Like many of my clients, I have a wee bit of money anxiety.

Where it’s coming from, whether there’s enough, whether it’s going to run out. So how did an iPhone game help soothe my worries, you ask?

I recently became obsessed with a fun little mobile game called “Dots”. The object is to connect dots of the same color, preferably in squares. When you get enough dots in your bank, you can trade them in for various “power-ups” that let you do things like remove dots that are in your way or give you extra time. It’s fun, it’s pretty, it’s kind of addictive.

Last week, playing my last round (or six) before bed, I noticed some interesting things:

  • I got nervous when I dropped below a certain amount in my “dots account.”
  • I spent those dots sparingly on power-ups, and I felt really proud of myself when I got a high score without using a power-up.
  • I felt let down when I “wasted” a power-up on a round that didn’t make my top scores.
  • When my dots account balance dropped below a certain amount, I felt like I needed to play a few quick rounds just to build that balance back up again.
  • Never mind that there are zero consequences to going “broke” and starting over.

This might have a slight resemblance to my relationship with money.

I get nervous when my bank account is below a certain amount, I can be a reluctant spender (and I feel really good when I can find or DIY something inexpensive), I hate it when I perceive I’ve “wasted” money, and when I feel like my balance is too low I switch into busy-ant mode until I’ve gotten back into the “safety zone.”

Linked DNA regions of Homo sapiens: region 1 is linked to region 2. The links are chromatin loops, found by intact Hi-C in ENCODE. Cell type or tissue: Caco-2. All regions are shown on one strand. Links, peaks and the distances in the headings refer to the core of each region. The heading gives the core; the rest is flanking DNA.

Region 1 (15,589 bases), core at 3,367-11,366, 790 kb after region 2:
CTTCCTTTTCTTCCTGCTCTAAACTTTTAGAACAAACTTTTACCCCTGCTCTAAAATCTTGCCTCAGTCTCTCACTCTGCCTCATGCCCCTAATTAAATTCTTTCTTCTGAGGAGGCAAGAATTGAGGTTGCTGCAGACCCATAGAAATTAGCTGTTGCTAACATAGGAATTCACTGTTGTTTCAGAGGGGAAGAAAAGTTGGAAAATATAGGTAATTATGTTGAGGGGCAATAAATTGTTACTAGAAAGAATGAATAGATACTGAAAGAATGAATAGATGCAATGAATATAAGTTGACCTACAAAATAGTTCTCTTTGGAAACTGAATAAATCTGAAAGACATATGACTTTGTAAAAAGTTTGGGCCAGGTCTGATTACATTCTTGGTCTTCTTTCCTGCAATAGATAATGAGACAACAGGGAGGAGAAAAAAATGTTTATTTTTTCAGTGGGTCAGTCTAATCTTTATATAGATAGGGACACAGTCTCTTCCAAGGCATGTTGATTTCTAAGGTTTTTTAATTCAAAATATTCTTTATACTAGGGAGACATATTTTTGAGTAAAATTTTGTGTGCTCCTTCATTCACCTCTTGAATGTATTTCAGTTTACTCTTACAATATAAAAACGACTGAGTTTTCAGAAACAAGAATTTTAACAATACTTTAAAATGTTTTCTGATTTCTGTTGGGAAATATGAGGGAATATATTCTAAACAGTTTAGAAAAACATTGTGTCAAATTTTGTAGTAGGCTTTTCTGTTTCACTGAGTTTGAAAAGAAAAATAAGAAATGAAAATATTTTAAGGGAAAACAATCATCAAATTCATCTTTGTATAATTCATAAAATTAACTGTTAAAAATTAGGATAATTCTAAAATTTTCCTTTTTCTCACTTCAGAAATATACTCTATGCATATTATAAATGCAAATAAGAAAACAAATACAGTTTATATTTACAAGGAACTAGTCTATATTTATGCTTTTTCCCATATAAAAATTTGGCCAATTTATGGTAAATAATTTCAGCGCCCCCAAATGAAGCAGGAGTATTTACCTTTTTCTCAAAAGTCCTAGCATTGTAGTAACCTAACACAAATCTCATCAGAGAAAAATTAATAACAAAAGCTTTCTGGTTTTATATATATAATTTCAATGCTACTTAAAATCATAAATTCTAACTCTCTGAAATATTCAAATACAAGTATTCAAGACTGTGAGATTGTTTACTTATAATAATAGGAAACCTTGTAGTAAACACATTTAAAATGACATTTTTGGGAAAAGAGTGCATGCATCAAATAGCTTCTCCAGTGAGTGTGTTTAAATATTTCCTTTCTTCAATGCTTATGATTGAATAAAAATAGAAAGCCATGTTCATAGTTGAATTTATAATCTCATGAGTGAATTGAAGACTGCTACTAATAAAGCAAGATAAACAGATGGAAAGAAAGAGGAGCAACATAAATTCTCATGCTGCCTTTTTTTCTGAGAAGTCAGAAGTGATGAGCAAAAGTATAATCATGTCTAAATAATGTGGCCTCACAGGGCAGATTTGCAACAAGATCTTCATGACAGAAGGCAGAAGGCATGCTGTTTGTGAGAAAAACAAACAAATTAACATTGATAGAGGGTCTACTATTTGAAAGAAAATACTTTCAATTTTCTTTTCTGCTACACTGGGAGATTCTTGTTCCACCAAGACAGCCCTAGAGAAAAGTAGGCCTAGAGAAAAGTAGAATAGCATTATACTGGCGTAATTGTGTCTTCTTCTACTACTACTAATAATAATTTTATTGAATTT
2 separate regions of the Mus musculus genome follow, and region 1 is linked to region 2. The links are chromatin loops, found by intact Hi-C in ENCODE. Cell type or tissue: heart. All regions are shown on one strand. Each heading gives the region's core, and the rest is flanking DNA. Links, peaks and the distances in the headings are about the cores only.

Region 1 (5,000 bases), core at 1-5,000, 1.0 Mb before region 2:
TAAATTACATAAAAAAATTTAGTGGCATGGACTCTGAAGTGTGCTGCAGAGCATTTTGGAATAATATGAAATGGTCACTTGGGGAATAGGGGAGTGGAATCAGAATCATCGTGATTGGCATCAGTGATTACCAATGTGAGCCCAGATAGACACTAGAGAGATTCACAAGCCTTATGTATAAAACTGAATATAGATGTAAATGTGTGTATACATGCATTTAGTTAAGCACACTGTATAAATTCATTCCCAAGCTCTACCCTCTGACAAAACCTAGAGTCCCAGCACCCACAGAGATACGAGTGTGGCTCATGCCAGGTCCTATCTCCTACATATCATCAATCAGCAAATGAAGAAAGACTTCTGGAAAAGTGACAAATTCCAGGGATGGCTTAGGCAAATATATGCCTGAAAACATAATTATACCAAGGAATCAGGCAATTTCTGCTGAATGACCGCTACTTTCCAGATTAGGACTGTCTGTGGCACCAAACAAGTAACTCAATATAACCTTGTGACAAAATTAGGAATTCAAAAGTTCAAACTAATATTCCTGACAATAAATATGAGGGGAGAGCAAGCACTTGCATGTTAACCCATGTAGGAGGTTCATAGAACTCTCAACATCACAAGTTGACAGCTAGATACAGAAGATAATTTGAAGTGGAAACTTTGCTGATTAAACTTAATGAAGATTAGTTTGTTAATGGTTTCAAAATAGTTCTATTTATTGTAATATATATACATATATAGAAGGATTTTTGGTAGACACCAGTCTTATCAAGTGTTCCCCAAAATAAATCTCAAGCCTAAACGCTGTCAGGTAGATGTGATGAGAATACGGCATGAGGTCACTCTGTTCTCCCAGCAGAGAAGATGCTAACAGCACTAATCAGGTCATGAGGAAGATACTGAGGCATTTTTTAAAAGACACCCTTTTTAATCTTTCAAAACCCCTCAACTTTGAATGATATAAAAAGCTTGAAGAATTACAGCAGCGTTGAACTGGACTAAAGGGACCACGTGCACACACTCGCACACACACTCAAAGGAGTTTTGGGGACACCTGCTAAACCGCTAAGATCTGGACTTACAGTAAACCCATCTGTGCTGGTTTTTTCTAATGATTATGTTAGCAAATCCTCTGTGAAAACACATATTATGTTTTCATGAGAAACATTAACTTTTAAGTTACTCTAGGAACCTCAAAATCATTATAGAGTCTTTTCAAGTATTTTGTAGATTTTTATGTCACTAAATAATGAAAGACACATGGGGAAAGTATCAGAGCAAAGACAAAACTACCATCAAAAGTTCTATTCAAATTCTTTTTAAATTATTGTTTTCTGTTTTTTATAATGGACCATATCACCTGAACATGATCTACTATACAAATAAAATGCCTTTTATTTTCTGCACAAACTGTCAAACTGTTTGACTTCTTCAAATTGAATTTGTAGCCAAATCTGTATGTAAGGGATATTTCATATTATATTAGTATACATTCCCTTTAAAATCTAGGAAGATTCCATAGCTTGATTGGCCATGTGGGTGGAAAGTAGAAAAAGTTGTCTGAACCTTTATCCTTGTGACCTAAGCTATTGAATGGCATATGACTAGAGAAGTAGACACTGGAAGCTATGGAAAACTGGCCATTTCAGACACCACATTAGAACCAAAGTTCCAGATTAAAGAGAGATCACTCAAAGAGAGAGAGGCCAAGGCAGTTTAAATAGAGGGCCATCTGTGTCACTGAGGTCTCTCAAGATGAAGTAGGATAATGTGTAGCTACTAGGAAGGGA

The thing is, the goal is not to end life the game with the most money dots in the bank. It’s to get the most out of it highest score.

The other thing about Dots is that it’s literally just a game that I can walk away from at any time (no metaphors in this sentence!). If I’m being this cautious and conservative on a risk-free game, how are my feelings about money limiting my experience and happiness?

In the days that followed this little a-ha moment, I realized something amazing – I was no longer stressing about money the way I used to. Something about equating my net worth to an imaginary dot stockpile – and seeing how easily that stockpile ebbed and flowed – allowed me to relax somewhat around my real savings without triggering feelings of doom.

This is not to say that I’m going to go out and buy a pony because I can and I’ve decided fiscal responsibility is a fake idea. But it casts into sharp relief how much I habitually depend on money for feelings of safety, security, and stability, and how much power I let it have over my sense of well-being.

I used to think about money like a dragon’s hoard or a giant piggy bank: a big pile that only gets added to. Taking anything out would result in breaking the piggy bank or angering the dragon – in other words, chaos and destruction.


Now, I’m shifting to something more like the tide: it comes in and goes out without a fuss, and there’s always an inexhaustible supply floating out in the depths. I don’t need to own the entire ocean, I just need to trust that the tide will come back in – and that I’ll be okay either way.


If life is a game, I suspect it’s more like Dots than Monopoly (or even Life!). Your money is just there to help you achieve more and cooler things than you could without it – and when you start mistaking it for the goal, you’ll probably be about as happy as I am at the end of a three hour Monopoly game.

As you go into the days ahead, I invite you to be curious about where your patterns are showing up and what they’re telling you – even in as something as trivial as a game. But be gentle with yourself if it reveals something you’re not happy about – awareness isn’t always fun, but it’s the first step to transformation. And who knows, one person’s time-waster could be your ticket to inner peace.

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